An altar from a 3D printer
Have you ever prayed before an altar that was produced by a 3D printer? Hallelujah, now it’s finally possible in the parish church of St. Laurentius in the Bavarian village of Altmühldorf.
Gazing down the nave, your eye is immediately drawn to a graceful grid construction with a skeletal appearance. The lower part has a somewhat more densely meshed feel to it, but it is delicate in the middle. And at the very top, it has an almost airy quality. With a width of two-and-a-half metres and a height of eight metres, this towering sculpture reaches up to the heavens, both literally and figuratively.
Yes, this masterpiece is in fact the church altar, yet it is also the product of a remarkable earthly invention: a 3D printer was the technological creator that gave life to this divine work of art!
A complex renovation
But let’s start at the beginning. The original Late Gothic parish church of St. Laurentius underwent several alterations over the years. Unfortunately, the modifications made from the baroque period up until the 1960s had a fairly negative impact on the overall appearance of the church.
This has now been corrected during carefully considered general restoration. All work has been in keeping with the guidelines of the Venice Charter for the Conservation and Restoration of Monuments and Sites, which states that individual stylistic periods are to remain visible following renovations of historical churches that have been altered over time. The idea is that all architectural amendments should, ideally speaking, nevertheless bear some relationship to the present day and age. Which is where our 3D printer comes into the picture…
Even back during the Gothic period, the philosophy of architecture was oriented towards the design principles found in nature.
Oliver Tessin, architect
It was decided that the back part of the altar, known as the “retable” – from the Latin retabulum – was to become the centrepiece of a new design for the church interior. To make this creation truly unique, the renowned Munich-based artist duo Corbinian Böhm and Michael Gruber were commissioned with the work.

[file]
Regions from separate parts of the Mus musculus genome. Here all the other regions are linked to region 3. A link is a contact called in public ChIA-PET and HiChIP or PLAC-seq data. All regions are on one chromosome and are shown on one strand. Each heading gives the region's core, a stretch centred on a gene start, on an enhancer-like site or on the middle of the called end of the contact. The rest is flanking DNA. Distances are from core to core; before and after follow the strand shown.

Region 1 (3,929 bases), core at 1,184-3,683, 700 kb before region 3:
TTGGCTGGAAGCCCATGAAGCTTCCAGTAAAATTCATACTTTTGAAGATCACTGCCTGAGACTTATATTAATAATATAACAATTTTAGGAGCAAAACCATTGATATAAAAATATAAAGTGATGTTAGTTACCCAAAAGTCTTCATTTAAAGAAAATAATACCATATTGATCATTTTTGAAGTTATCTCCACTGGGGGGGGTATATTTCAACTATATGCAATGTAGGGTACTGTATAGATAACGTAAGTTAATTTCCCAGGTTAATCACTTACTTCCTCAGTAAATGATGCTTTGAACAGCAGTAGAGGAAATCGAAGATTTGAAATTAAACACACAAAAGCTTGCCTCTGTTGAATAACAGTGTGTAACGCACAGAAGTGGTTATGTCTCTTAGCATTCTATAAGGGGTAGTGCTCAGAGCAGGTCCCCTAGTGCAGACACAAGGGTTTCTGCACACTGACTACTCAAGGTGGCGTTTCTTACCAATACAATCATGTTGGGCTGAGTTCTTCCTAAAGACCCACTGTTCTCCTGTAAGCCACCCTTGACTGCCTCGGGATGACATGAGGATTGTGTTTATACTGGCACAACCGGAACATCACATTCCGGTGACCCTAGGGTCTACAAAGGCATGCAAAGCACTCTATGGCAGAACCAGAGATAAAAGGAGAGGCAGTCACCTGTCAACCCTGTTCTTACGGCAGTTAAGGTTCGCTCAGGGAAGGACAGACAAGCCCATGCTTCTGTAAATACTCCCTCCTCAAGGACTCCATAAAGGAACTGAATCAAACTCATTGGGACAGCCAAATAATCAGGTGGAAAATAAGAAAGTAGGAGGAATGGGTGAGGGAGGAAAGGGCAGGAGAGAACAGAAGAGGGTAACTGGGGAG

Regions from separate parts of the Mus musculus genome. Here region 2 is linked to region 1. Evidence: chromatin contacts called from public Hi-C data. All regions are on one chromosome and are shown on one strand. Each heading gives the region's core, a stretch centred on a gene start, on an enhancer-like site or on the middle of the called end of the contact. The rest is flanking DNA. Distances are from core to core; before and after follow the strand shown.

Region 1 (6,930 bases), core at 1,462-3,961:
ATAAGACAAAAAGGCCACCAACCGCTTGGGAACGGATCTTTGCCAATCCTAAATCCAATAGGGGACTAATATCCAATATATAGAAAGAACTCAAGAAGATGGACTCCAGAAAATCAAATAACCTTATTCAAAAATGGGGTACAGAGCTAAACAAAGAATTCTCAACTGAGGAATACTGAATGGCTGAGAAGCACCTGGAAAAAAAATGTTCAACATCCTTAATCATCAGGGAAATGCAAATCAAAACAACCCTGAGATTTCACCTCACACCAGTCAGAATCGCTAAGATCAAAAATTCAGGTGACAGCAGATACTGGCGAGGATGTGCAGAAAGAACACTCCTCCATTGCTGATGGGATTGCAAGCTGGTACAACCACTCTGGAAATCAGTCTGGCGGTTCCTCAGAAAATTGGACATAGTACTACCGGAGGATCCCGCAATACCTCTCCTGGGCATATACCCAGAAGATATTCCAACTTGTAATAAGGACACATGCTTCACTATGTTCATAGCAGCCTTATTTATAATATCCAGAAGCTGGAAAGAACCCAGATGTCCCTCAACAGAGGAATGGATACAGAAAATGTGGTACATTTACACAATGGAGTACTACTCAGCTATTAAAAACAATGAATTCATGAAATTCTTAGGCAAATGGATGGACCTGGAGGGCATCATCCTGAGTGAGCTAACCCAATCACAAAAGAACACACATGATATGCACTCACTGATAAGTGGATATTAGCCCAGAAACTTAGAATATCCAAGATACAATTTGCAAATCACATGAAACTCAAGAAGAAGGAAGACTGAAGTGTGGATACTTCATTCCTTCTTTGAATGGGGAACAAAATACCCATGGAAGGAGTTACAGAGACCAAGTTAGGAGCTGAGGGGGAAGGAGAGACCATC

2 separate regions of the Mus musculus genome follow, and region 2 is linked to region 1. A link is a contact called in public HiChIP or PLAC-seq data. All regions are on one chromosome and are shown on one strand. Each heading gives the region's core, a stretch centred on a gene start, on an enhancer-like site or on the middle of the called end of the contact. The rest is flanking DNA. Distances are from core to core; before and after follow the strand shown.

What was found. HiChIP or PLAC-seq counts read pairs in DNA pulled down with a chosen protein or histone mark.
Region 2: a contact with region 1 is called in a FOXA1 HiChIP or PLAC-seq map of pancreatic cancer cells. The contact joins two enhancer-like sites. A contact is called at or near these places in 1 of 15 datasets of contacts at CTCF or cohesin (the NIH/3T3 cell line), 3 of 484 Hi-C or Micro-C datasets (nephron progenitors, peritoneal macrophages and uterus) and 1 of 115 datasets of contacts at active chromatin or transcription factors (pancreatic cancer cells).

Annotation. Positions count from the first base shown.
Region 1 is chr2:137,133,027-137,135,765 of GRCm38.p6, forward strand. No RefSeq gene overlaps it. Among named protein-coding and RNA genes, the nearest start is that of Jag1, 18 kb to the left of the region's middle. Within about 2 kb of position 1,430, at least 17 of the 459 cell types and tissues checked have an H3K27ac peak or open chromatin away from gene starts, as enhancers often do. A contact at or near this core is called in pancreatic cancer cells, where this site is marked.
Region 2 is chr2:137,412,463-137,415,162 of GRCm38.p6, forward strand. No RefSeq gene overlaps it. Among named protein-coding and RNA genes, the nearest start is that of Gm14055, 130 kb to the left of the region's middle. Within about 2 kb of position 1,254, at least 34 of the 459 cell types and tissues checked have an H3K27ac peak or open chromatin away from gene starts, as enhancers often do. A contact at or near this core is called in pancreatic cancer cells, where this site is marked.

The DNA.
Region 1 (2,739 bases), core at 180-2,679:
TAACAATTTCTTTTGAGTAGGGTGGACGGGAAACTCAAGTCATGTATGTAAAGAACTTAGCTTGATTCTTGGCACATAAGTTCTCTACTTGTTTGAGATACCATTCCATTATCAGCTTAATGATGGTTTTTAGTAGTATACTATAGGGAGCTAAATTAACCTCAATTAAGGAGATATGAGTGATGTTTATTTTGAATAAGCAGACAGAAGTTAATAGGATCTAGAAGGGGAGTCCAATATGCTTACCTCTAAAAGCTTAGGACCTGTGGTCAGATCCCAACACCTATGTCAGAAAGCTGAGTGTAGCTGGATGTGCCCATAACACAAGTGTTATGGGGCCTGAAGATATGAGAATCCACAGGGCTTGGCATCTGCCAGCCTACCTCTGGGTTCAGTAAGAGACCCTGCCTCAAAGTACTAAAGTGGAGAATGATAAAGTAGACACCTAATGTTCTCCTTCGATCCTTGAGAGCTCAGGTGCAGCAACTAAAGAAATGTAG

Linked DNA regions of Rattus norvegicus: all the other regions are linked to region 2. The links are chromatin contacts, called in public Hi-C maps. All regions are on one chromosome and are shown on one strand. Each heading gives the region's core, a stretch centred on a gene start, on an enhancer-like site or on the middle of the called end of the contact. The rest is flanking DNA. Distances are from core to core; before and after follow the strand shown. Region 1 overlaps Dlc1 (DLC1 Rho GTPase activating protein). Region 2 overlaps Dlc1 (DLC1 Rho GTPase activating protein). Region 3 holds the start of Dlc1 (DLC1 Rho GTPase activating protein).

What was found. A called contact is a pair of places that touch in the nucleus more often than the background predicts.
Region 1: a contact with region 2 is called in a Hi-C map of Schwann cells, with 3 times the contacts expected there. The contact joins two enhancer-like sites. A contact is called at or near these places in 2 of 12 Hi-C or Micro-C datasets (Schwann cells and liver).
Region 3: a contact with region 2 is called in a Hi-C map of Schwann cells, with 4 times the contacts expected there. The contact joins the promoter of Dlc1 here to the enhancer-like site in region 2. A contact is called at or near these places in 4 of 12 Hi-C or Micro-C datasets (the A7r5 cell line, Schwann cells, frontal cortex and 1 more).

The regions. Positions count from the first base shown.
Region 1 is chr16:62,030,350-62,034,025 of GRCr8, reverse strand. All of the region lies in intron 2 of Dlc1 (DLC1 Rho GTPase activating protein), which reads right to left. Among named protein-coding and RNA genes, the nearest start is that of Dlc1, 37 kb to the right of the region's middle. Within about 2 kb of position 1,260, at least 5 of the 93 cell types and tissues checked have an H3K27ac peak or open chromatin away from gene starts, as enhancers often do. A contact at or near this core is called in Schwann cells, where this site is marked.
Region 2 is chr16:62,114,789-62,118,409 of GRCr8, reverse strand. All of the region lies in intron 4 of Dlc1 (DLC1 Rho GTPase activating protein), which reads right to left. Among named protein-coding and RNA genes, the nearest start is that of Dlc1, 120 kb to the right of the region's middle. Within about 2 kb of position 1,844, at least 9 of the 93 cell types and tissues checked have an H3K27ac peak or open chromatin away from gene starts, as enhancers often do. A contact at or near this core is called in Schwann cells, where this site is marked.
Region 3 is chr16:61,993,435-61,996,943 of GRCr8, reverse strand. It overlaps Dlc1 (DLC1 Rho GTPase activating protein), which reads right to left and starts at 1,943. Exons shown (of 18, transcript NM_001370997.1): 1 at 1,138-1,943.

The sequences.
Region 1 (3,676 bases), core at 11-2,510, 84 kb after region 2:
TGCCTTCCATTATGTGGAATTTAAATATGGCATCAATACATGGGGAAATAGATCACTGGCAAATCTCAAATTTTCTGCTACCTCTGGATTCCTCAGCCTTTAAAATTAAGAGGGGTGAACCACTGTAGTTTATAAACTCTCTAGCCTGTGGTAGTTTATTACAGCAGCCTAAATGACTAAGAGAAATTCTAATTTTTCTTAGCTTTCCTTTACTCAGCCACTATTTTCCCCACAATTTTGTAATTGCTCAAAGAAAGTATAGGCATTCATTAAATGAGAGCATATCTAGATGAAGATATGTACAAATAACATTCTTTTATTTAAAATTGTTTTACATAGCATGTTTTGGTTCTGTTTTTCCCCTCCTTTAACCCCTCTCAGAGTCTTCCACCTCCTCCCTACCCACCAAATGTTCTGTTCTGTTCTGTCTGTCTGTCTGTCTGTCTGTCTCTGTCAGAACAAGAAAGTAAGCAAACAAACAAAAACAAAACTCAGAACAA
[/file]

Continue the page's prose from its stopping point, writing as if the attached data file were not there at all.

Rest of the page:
From a 3D printer
And these two creative spirits have come up with something spectacular: “For centuries, churches have served as repositories for our cultural heritage. We wanted to add something that stems from the present-day era and at the same time enriches the church interior, which is characterized by diverse architectural styles,” Böhm and Gruber said as they described their surprising idea of creating a sculpture together with architect Oliver Tessin, who specializes in 3D designs.
It’s a concept that, in their opinion, does not run counter to the architectural heritage, neither in terms of its unconventional design nor its methods of creation. On the contrary:
“I saw this project as an exciting opportunity to apply my research on complex lightweight structures to precisely this area. After all, they are based on the same philosophy and logic as the Gothic architecture of the parish church of St. Laurentius,” adds Tessin. “Back in the day, Gothic architects also used the forms found in nature. Pointed arches and ribbed vaults are, after all, construction and design elements derived from nature.”
An alternative to using a hammer
Tessin sees computer-based design and additive manufacturing solutions as a modern alternative to working with a hammer and chisel. These new tools make it possible to design and build extremely complex structures and thus add a new twist to the Gothic approach to architecture and design. Instead of merely copying the old styles, as in 19th century historicism, this new technology paves the way for new developments. Another groundbreaking advance is the development of new super materials like graphene.